Johnny Lee | Photo credit: allmusic.com

Prior to his 1980 smash hit, Lookin’ for Love,” Johnny Lee had a remarkable song called “Country Party” in 1977. His record was a modified version of the former teen idol Rick Nelson’s “Garden Party.” While this cover single did not reach the same success as the soundtrack to the Urban Cowboy film, “Country Party” still managed to crack the chart’s Top 20. Peaking at No. 15 on the country chart, the song was the singer’s most successful single in the late ‘70s. Prior to recording his version, Lee had the lyrics to the original cut slightly altered including the title. From “Garden Party,” it was made into “Country Party” to suit the modified wordings.

The Origin of Country Party

“Garden Party” was among the few songs that Rick Nelson penned and it was very important to him. The tune was based on his experience during a concert at Madison Square Garden, New York City on October 15, 1971. At the concert, Nelson got booed after performing a country-rock cover of “Honky Tonk Women” by the Rolling Stones. That was really a rough evening for Nelson. However, the awkward encounter taught him a valuable lesson. He came out of it stronger and determined not to be a nostalgia act.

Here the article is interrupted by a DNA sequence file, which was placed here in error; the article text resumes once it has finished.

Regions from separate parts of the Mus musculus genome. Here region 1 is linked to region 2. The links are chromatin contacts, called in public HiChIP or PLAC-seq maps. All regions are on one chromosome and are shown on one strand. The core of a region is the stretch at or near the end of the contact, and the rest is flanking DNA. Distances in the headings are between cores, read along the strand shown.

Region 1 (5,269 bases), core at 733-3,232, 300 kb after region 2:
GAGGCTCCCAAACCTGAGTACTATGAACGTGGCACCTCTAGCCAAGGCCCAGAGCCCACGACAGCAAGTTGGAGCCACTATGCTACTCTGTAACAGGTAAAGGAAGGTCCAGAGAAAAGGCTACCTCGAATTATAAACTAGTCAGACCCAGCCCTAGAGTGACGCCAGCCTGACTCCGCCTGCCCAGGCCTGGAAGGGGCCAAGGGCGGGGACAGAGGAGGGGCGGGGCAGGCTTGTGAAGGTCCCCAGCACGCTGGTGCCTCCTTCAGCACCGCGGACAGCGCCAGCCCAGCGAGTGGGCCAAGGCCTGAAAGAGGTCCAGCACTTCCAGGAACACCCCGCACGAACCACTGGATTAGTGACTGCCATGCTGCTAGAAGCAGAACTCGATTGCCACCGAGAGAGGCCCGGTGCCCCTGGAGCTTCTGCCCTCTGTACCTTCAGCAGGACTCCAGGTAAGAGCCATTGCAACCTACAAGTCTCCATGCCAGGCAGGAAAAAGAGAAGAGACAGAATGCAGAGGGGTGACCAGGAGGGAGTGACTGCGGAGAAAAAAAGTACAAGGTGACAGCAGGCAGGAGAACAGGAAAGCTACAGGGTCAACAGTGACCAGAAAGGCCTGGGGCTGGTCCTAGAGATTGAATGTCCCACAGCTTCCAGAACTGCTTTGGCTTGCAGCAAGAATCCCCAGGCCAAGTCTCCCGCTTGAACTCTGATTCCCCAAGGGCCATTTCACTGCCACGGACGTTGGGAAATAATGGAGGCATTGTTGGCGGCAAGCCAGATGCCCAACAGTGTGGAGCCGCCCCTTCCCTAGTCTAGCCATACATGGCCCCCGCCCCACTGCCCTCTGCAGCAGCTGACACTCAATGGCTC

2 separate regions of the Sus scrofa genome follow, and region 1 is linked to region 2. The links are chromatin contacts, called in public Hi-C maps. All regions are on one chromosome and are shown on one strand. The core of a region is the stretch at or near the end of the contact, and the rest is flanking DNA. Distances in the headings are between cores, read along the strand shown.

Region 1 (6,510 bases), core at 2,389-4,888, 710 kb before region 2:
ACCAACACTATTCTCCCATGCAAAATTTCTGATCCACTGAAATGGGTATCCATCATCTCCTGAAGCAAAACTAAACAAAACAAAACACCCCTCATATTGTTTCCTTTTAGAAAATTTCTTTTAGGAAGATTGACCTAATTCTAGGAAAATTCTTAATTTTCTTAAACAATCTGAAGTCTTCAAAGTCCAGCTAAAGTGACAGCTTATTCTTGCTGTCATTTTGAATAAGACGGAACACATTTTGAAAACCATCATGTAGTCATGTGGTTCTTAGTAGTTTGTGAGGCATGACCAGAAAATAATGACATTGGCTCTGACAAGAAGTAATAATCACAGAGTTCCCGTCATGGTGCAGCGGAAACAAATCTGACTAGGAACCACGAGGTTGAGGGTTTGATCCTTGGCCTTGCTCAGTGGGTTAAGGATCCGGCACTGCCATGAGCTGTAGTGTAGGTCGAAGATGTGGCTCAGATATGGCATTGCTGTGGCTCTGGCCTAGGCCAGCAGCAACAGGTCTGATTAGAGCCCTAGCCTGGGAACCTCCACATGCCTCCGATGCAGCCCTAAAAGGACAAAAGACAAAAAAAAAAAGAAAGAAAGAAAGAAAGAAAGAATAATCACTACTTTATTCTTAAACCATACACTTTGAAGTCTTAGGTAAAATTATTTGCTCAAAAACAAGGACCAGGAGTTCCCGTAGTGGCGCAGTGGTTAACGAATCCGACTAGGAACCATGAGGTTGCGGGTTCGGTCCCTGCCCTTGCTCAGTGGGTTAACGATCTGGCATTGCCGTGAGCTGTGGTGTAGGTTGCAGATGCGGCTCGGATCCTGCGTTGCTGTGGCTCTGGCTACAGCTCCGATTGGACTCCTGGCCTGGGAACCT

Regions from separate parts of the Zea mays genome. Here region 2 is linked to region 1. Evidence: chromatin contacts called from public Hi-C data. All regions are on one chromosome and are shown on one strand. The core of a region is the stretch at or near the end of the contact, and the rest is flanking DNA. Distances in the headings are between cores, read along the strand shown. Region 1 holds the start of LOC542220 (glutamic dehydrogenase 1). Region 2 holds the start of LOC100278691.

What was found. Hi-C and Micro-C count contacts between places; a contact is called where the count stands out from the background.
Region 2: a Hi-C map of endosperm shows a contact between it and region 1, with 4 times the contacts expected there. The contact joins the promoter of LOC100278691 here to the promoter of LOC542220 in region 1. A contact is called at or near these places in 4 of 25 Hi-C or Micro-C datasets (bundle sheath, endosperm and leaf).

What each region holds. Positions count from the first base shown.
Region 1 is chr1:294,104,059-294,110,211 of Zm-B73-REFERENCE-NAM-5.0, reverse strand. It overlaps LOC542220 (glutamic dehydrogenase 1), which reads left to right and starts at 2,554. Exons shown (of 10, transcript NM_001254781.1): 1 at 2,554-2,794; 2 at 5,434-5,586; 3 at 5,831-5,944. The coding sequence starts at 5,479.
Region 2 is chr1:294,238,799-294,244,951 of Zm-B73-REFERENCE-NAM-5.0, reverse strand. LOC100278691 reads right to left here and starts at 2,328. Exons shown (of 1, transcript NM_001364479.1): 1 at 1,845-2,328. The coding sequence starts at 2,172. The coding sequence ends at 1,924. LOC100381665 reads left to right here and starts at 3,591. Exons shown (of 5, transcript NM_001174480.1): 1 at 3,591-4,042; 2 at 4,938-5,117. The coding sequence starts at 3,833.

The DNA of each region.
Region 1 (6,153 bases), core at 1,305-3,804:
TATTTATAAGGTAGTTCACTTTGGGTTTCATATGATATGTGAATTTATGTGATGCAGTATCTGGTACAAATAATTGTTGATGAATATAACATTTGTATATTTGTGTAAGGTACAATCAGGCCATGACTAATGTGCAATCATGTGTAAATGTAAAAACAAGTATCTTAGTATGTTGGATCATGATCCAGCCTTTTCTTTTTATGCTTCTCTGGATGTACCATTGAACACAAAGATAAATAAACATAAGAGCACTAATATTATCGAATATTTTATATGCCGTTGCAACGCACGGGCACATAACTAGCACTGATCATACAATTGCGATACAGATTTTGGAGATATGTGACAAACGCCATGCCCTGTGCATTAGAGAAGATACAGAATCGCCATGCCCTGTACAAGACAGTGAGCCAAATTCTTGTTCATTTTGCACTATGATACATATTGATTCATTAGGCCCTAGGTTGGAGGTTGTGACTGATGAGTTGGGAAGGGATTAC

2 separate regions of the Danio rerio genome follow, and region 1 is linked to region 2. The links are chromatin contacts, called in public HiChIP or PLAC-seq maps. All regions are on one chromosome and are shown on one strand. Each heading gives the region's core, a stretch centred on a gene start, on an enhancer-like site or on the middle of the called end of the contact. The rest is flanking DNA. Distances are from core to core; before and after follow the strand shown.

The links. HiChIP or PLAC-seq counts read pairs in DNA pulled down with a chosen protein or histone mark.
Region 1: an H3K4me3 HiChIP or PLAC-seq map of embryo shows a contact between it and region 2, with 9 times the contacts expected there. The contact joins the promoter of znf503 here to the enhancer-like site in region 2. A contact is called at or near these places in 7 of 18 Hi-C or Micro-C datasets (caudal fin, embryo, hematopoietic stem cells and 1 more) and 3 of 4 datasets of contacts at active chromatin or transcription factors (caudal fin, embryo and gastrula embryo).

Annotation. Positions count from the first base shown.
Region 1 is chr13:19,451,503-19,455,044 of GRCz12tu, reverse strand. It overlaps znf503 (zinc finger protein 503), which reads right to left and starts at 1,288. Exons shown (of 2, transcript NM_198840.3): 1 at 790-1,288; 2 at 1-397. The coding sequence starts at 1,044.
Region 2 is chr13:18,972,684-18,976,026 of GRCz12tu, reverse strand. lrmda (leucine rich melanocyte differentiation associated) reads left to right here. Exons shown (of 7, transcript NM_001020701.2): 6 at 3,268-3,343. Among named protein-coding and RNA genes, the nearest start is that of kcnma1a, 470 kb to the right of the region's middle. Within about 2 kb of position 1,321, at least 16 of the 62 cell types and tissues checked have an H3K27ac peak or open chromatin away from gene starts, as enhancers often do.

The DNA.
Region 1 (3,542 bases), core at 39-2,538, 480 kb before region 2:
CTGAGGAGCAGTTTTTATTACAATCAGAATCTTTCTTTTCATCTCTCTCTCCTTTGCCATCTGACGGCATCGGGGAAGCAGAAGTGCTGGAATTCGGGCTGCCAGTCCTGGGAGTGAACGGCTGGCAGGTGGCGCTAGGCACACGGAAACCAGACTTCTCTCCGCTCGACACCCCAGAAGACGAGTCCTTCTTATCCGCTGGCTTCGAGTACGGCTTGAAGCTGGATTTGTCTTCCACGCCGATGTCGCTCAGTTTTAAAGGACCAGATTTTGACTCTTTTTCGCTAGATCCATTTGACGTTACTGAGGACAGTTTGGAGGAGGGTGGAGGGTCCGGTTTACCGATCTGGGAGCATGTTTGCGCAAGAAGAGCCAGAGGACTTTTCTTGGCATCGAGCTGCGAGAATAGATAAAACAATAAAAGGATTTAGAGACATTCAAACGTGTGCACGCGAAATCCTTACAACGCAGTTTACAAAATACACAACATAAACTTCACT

Nelson was able to turn his brightest shining moment from what could have remained the darkest day of his life. “Garden Party” became Nelson’s first Top 10 hit in the US. The song emphasizes that doing what feels right to you is the most important thing. As Nelson sings,

But it’s alright now, I’ve learned by lesson well

You see, you can’t please everyone
So you’ve got to please yourself

Here is Lee’s version of “Country Party.”

Other Covers

Aside from Johnny Lee, various artists have performed and covered Nelson’s major hit. Country legend, Dwight Yoakam, even performed the song live in a concert. Artist and TV personality, Tarsha Vega, the UK band, Smokie, and John Fogerty were among the celebrities who recorded their respective versions of the song.

Below is Rick Nelson singing the original version, “Garden Party,” from which “Country Party” was derived.

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